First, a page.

been touched upon often in the course of history. The
institution of slavery was addressed by French intellectuals
during the Enlightenment. Later, during the French
Revolution, the National Assembly issued the Declaration of
the Rights of Man, which declared the equality of all men.
Issues were raised concerning the application of this
statement to the French colonies in the West Indies, which
used slaves to work the land. As they had different interests
in mind, the philosophes, slave owners, and political leaders
took opposing views on the interpretation of universal
equality. Many of the philosophes, the leaders of the
Enlightenment, were against slavery. They held that all
people had a natural dignity that should be recognized.
Voltaire, an 18th century philosophe, pointed out that
hundreds of thousands of slaves were sacrificing their lives
just so the Europeans could quell their new taste for sugar,
tea and cocoa. A similar view was taken by Rousseau, who
stated that he could not bear to watch his fellow human
beings be changed to beasts for the service of others.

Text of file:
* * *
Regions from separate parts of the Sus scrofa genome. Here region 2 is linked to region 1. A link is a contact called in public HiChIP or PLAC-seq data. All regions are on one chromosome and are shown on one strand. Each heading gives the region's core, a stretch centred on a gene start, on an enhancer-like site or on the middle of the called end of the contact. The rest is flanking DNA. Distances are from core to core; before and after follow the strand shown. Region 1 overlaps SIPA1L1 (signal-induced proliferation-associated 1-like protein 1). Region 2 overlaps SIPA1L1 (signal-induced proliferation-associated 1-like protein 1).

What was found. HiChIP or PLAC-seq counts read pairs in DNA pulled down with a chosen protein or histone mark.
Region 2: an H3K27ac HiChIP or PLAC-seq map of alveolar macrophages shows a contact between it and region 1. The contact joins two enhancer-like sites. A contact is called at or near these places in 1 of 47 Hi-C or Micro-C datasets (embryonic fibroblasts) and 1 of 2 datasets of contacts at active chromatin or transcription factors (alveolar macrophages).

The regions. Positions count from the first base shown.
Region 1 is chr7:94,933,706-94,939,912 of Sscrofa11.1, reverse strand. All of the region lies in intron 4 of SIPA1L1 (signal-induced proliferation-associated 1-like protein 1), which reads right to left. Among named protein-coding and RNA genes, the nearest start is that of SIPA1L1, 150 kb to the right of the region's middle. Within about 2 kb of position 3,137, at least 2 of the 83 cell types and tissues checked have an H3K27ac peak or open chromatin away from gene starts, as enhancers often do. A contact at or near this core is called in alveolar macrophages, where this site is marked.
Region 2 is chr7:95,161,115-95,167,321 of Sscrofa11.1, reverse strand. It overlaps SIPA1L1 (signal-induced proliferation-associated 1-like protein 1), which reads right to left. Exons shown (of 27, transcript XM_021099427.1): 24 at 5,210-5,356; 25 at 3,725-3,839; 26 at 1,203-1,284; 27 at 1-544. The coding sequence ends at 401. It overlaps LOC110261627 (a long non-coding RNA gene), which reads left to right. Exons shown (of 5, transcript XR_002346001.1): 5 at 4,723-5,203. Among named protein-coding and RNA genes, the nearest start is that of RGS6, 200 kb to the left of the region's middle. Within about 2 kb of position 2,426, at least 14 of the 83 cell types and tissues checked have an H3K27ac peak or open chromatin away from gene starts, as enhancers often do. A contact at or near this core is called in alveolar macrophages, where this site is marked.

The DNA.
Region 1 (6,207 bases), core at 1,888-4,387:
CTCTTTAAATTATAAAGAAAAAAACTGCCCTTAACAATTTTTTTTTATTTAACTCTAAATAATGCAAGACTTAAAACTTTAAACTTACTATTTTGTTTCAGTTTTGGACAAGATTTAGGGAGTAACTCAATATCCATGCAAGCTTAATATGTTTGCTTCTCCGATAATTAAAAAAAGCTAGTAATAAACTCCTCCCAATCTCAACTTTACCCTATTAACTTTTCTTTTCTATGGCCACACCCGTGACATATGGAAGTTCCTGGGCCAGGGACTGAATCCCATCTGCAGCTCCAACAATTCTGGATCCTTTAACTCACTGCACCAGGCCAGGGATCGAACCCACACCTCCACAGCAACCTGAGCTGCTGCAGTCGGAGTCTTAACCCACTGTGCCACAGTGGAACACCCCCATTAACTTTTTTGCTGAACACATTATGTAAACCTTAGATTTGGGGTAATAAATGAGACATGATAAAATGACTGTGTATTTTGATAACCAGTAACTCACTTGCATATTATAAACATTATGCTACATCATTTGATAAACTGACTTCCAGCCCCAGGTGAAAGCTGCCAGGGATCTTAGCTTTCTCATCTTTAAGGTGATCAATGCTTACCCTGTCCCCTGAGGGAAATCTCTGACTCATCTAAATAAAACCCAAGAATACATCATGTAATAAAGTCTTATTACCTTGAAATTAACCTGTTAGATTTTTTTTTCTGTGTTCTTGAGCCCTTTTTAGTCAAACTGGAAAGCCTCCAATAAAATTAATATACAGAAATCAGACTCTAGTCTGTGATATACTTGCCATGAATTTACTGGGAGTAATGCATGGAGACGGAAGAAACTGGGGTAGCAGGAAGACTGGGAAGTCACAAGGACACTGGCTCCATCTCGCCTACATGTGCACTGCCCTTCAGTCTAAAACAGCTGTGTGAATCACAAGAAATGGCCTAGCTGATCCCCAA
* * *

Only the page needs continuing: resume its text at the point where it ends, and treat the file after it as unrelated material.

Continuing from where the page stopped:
Religion entered into the equation when Diderot, author of
the Encyclopedia, brought up the fact that the Christian
religion was fundamentally opposed to Black slavery but
employed it anyway in order to work the plantations that
financed their countries. All in all, those influenced by the
ideals of the Enlightenment, equality, liberty, the right to
dignity, tended to oppose the idea of slavery. Differing from
the philosophes, the political leaders and property owners
tended to see slavery as an element that supported the
economy. These people believed that if slavery and the slave
trade were to be abolished, the French would lose their
colonies, commerce would collapse and as a result the
merchant marine, agriculture and the arts would decline....